Part one of Smoky Mountains Hiking introduced a few easy hiking trails in the Smoky Mountains and offered some pointers on the necessities to bring along. In this installment, we’ll look at some of the moderate hiking trails for Smoky Mountains hiking. Not taking away from any of the trails mentioned in part one, but there’s something special about completing a one-way 3 hour hike to a panoramic Smoky Mountains pinnacle or gushing waterfall—a hiker’s high, if you will. Plus in most cases, the more difficult the trail, the less crowded it will be.
Moderate Smoky Mountains Hiking
The roundtrip distance of this trail leading to a 4,677 foot summit is only 4 miles, but don’t let that fool you. While the first mile of the trail is relatively easy and level walking, hikers ascend more than 900 feet in the last mile of the trail—that is some steep walking. Many people, in fact, don’t make it and instead turn around when the going gets tough. But, the hike is well worth it. The bare-rock summits at the top offer some of the best mountain views in the Smoky Mountains. Just be careful when climbing on and around these rocks, as one slip could spell disaster. To get to the trailhead from Gatlinburg, take Hwy. 441 toward Cherokee, trailhead parking is located 1 mile beyond the Chimney Tops Picnic Area.
The Rainbow Falls trailhead is located off of the Roaring Fork Motor Nature Trail, which is barely outside Gatlinburg. At 80 feet high, Rainbow Falls is the highest single-drop waterfall (the water free falls and doesn’t cascade off other rocks on the way down) in the Park. It is, without question, one of the prettiest and most photogenic sights in the Smoky Mountains. On the way to the falls, you will steadily ascend 1,685 feet in elevation before reaching the waterfall at 4,285 feet. The trail isn’t by any means a killer, as the ascension in elevation is steady; still, it’s all uphill for the entire 2.7 miles to the top, but at least that means the hike back is entirely downhill.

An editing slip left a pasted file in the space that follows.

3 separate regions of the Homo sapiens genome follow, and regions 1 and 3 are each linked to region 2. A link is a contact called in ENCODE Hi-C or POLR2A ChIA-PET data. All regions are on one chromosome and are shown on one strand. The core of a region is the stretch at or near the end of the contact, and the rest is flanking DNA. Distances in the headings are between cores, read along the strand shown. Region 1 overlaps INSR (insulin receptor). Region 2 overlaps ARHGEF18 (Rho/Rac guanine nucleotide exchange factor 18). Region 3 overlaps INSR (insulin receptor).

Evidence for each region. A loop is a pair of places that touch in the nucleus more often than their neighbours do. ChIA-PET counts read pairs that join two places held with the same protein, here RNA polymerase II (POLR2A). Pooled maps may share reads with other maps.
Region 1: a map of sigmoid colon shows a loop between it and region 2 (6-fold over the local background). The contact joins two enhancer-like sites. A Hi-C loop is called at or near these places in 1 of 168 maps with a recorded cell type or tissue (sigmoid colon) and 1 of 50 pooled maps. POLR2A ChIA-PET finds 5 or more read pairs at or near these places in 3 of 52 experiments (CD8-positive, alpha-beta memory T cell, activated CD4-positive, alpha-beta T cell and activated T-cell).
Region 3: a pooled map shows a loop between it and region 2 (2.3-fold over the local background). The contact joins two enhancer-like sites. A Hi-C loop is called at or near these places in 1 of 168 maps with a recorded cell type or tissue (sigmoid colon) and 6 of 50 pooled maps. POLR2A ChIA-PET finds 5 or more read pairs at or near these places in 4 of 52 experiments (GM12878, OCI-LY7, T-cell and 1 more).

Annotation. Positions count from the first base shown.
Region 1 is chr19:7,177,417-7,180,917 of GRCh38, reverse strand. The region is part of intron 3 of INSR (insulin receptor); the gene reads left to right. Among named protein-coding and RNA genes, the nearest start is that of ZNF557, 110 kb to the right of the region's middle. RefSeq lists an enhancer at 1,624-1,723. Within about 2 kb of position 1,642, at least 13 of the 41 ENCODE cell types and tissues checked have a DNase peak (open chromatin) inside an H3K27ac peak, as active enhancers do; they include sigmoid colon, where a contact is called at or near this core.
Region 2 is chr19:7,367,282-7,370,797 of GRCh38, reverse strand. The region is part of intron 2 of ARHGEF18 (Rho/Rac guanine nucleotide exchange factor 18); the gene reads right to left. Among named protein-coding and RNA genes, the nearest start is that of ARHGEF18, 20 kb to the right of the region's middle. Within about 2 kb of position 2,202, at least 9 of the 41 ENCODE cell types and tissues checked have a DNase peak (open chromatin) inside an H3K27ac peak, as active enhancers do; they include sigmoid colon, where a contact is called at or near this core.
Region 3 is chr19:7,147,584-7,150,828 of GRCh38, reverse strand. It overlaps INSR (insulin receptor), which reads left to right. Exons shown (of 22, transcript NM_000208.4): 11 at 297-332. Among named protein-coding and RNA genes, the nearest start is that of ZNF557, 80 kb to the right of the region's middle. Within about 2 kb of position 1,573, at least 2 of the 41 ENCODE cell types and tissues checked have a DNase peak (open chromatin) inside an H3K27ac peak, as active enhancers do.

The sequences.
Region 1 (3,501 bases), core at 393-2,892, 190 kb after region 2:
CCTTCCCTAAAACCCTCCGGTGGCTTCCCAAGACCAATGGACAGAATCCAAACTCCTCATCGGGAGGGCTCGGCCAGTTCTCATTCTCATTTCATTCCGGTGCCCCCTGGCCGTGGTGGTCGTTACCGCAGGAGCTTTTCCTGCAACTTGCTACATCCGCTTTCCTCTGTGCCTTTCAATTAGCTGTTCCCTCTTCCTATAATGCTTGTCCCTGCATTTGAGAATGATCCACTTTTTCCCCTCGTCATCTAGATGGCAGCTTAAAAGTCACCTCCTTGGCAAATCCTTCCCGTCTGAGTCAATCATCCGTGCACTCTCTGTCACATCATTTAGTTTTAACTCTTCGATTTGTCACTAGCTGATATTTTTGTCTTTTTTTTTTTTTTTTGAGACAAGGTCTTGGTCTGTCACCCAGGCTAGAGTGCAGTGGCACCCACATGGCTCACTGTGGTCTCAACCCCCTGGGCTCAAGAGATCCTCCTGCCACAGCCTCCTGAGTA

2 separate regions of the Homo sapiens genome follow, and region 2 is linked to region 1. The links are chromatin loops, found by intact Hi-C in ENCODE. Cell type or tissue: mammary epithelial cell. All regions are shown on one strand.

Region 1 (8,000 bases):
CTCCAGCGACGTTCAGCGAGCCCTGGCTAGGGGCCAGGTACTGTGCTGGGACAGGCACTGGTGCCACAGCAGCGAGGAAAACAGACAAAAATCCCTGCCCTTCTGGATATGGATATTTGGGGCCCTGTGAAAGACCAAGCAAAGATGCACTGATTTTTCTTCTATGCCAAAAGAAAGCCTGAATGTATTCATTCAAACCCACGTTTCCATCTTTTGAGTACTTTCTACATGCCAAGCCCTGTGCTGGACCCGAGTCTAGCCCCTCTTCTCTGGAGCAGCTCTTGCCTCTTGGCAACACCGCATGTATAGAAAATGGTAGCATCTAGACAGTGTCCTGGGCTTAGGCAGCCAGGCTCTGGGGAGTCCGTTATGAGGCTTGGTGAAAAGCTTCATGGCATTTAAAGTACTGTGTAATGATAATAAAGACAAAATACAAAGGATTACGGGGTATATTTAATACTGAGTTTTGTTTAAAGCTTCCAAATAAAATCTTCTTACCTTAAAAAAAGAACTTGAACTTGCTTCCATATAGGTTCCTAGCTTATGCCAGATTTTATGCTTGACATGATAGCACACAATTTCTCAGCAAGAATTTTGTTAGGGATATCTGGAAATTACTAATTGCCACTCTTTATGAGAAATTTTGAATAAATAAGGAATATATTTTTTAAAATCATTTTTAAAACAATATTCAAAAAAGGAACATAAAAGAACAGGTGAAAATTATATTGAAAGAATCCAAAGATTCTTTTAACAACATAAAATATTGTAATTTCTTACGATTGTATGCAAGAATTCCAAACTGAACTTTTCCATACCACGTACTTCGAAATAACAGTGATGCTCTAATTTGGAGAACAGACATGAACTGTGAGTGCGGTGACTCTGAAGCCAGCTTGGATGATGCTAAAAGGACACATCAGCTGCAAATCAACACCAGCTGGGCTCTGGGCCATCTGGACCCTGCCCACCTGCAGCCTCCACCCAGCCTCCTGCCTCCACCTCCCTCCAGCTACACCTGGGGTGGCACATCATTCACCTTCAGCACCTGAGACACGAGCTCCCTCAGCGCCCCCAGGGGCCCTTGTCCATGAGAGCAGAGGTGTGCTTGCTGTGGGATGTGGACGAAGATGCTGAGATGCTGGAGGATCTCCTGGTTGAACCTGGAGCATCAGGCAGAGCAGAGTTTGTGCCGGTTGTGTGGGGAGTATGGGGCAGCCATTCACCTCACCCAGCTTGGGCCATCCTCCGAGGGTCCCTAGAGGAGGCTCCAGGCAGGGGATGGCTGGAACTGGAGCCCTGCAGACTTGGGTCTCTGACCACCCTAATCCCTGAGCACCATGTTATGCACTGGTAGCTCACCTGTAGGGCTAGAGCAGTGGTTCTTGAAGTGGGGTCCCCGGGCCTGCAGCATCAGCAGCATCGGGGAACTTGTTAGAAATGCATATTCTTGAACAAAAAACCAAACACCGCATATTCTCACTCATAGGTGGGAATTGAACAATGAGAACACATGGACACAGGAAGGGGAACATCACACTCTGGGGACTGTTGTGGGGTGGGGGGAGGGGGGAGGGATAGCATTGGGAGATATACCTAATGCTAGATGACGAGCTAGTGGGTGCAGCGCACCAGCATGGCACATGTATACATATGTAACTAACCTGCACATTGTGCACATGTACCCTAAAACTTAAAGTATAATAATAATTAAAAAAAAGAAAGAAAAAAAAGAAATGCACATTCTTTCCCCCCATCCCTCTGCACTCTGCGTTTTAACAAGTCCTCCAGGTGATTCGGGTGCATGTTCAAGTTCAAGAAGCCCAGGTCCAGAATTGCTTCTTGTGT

This hike could almost be classified as difficult considering the terrain in some places is rather tricky. Yet, considering it isn’t incredibly taxing, most people still rate it as moderate. As you may have guessed by the name, the ultimate destination here are cascades. Ramsay Cascades is the tallest waterfall in the Smoky Mountains—the waterfall meanders and rushes down 100 feet of rock ledges. It is an 8 mile roundtrip hike which will take you through some of the only virgin forests (also known as old-growth forests) in the Park. The first 1.5 miles follows an old gravel road before eventually narrowing into a foot path. Hikers follow this foot path for the duration of the trail. By the time you reach the cascades, you will have gained 2,375 feet in elevation. The trailhead is located in the Greenbrier area of the park, which is off Hwy. 321 just outside Gatlinburg’s city limits.
Any one of these trails is sure to take up a better part of the day and will likely leave you rather tired. Who said Smoky Mountains hiking was easy? But, with all the natural beauty you’ll see along the way, it is, without question, worth every sore muscle you’ll have the next day.